One month after Hurricane Maria ravaged Puerto Rico and the US Virgin Islands, millions of Americans remain in a dire humanitarian crisis, with hundreds of thousands lacking food, water, shelter, electricity, and access to basic services. Maria by the numbers:
Here is a by-the-numbers account of how things on the island currently stand.
Power and Personnel
- More than a third of Puerto Rican households, or about 1 million people, still lack running water according to CNN.
- FEMA says it has distributed 23.6 million liters (6.2 million gallons) of bottled and bulk water in Puerto Rico. That figure includes water for hospitals and dialysis centers
- These deliveries equate to only 9% of the island's drinking water requirement, going by the World Health Organization's (WHO) assessment that each person needs at least 2.5 liters (2/3 of a gallon) per day. Some residents are so desperate for drinking water they have broken into polluted wells at industrial waste sites.
- The shortfall is far greater when you consider the WHO also recommends 15 liters per person per day for basic cooking and hygiene needs. Dirty water ups the risk of diseases like cholera and at least one person has died as a result of being unable to get to dialysis treatment on time, CNN reports.
- Some 86% of grocery stores have re-opened. But they are not necessarily stocked.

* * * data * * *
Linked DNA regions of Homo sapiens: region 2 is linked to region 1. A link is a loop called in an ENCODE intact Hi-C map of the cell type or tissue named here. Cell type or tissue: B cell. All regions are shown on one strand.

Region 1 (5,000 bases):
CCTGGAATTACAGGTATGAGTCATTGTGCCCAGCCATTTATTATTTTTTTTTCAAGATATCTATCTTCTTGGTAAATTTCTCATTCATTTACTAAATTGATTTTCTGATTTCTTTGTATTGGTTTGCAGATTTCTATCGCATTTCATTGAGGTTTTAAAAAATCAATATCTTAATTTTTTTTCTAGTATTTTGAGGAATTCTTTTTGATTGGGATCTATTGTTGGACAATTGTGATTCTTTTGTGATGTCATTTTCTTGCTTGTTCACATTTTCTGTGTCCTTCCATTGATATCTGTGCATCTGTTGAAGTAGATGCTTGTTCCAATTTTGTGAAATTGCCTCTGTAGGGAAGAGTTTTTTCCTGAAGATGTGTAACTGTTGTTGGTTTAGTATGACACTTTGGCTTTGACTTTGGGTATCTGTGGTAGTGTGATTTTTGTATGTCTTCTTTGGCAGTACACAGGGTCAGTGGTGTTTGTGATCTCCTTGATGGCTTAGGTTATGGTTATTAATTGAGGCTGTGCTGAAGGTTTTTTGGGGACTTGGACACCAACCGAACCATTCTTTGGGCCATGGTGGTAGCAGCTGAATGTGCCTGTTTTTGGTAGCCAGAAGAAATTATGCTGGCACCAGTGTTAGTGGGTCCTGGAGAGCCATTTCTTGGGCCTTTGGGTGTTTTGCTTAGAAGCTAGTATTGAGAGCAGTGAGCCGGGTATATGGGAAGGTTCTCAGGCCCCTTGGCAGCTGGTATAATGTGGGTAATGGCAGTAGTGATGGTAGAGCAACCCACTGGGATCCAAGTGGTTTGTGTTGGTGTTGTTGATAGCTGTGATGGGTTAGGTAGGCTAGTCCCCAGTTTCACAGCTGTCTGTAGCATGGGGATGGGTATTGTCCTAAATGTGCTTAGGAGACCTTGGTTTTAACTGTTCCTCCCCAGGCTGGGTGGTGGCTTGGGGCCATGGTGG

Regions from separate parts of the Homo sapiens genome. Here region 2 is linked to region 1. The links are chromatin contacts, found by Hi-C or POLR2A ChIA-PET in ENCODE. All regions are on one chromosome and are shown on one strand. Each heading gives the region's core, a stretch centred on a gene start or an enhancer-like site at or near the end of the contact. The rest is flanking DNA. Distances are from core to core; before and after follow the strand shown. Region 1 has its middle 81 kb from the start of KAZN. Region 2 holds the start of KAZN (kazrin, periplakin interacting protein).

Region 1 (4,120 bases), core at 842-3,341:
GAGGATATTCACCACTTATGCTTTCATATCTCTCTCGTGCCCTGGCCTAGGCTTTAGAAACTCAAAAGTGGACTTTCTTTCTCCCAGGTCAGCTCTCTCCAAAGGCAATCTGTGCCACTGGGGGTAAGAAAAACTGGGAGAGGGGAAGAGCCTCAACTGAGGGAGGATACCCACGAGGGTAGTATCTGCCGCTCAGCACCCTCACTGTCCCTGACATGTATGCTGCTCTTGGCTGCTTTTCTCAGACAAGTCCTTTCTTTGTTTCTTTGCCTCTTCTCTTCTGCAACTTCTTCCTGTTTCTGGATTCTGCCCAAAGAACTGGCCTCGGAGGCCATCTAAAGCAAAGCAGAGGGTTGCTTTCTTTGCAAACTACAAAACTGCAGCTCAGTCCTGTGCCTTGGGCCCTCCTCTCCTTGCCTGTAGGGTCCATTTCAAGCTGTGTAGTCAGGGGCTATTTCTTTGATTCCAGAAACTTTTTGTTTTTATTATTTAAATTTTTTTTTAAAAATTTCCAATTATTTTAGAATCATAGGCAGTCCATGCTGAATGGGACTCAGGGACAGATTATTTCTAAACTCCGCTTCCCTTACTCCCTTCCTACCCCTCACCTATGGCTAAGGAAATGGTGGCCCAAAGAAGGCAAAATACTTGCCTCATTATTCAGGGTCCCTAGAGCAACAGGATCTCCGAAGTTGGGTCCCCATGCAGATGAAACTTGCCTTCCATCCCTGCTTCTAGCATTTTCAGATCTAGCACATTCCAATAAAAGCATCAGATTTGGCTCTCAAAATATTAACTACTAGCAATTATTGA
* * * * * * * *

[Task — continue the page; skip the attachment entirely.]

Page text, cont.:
- FEMA says 60,000 homes need roofing help. It has delivered 38,000 tarps.
- Less than 20% of Puerto Rico's power grid has been restored and around 3 million people are still without power, says CNN
- The news broadcaster adds that 75% of antennas are down so even those able to charge phones are unlikely to have cellular service.
- All of the island's hospitals are now up and running, with most using back-up systems, but only a quarter are being supplied with power from the grid, says Axios
- According to CNN, FEMA has deployed 1,700 personnel in Puerto Rico and the U.S. Virgin Islands, which were also ravaged by Hurricane Maria. That's 900 less that the 2,600 FEMA personnel reportedly still in Texas and Florida, but the agency told CNN that around 20,000 other federal staff and military have been deployed in response to Maria.
- Thousands of people have donated money or volunteered to help Puerto Rico. Among them, celebrity chef José Andrés says he's serving 100,000 meals a day on the island.
Puerto Rico is a disaster area and remain so for months if not longer. Look at Haiti in the wake of that devastating earthquake almost six years ago, and how the country is still struggling for even day-to-day functions. There's good news, but at this rate Puerto Rico will get statehood before it gets power.
The disaster continues, and it remains Trump's fault.